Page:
BDUK is to conduct a review of 44 local authorities in the UK to establish which councils are releasing postcode data showing the communities in line for broadband funding and which are keeping quiet.
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Chris Townsend, who took over the role of BDUK CEO at the Department of Culture, Media and Sport (DCMS) in April, said one of his key priorities was to work more effectively alongside both BT and local authorities.
“We are encouraging all projects to publish seven-digit postcode data but it is down to local authorities,” said Townsend. “I am aiming to conduct a review this month to see who is doing it and who is not.”
Townsend was speaking as DCMS announced the names of eight firms that have been successful in winning a share of a £10m funding pot to trial technologies that could help BDUK meet its aim of bringing superfast broadband to 95% of the UK by 2017.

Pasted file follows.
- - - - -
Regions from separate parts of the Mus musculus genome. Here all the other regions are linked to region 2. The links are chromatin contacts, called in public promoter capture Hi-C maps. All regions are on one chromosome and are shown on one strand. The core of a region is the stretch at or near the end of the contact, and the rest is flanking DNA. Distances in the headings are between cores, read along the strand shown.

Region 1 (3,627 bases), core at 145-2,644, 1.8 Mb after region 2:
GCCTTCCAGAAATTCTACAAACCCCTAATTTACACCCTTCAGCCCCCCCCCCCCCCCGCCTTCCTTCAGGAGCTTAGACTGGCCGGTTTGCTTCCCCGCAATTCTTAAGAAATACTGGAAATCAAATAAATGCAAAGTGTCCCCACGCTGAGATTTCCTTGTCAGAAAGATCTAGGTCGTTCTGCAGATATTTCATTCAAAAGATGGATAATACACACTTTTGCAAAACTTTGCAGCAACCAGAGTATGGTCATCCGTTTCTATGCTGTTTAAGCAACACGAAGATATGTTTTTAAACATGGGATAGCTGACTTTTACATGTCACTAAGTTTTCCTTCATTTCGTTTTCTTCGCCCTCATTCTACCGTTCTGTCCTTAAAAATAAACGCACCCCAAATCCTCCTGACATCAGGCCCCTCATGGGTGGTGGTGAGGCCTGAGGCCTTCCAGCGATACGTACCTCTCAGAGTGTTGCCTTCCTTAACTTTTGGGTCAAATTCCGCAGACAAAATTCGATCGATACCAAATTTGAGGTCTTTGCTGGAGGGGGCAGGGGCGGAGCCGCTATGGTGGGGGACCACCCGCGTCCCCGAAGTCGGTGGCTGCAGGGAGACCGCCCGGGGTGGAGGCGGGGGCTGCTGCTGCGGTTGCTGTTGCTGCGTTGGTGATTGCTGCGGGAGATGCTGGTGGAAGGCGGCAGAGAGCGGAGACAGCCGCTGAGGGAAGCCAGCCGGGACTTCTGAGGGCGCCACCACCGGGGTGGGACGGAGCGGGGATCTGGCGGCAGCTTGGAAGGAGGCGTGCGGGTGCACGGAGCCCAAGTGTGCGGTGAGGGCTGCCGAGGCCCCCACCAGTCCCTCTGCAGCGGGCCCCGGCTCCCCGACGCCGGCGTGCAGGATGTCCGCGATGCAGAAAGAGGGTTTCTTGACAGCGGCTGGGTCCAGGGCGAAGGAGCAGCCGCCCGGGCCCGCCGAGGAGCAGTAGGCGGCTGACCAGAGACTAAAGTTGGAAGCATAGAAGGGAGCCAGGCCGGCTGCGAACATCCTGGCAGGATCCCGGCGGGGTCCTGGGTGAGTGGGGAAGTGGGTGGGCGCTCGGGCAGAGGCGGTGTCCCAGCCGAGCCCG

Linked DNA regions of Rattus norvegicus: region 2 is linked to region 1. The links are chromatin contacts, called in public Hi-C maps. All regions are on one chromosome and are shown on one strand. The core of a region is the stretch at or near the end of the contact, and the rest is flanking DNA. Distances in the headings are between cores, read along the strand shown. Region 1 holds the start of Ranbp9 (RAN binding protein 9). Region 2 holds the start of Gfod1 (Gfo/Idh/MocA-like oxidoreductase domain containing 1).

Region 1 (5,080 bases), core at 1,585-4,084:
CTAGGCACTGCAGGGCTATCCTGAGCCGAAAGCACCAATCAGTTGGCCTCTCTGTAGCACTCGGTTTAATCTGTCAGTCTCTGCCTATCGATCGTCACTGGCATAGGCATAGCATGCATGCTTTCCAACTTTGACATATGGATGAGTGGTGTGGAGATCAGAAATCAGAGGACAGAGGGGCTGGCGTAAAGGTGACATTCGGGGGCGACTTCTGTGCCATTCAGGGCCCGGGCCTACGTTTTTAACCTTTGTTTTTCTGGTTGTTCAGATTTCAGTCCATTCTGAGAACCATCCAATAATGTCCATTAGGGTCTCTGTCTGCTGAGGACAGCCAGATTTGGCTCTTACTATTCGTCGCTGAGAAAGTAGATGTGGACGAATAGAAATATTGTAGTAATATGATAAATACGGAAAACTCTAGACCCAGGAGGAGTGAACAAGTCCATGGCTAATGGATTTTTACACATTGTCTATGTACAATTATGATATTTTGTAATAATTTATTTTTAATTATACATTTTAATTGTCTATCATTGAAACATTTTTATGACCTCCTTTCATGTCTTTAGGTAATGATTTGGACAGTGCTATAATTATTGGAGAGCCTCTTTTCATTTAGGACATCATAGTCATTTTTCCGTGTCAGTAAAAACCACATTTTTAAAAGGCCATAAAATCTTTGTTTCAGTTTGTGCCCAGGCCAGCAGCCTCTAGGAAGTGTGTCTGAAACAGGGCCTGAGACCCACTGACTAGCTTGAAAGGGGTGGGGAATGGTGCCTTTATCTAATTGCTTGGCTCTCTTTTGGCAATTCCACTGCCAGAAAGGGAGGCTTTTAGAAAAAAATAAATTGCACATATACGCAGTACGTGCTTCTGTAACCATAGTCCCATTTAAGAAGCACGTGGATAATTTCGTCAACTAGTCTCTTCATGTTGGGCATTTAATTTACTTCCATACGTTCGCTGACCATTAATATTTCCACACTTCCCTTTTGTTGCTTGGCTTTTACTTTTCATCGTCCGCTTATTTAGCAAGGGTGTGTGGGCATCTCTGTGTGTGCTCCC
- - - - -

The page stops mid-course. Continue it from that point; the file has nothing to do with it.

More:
The postcode data showing where BDUK supplier BT plans to roll out superfast broadband is important to smaller providers because it will give them some indication of whether or not it is worth competing with BT.
At first, both BDUK and BT gave local authorities permission to publish this data. However, many councils declined to release it, claiming they had signed contracts with BT that suggested the data was commercially sensitive.
BT has itself since backtracked over its previous commitment to release the granular figures, saying that any data made available now would undoubtedly change as survey work continued, so “local authorities would have raised hopes only to have dashed them”. The supplier has no problem with councils revealing high-level plans, such as indicative coverage maps.
Townsend reiterated BT’s view that it was likely that there would indeed be some minor changes at a very local level that meant the final superfast roll-out in a specific area would differ from the original plans.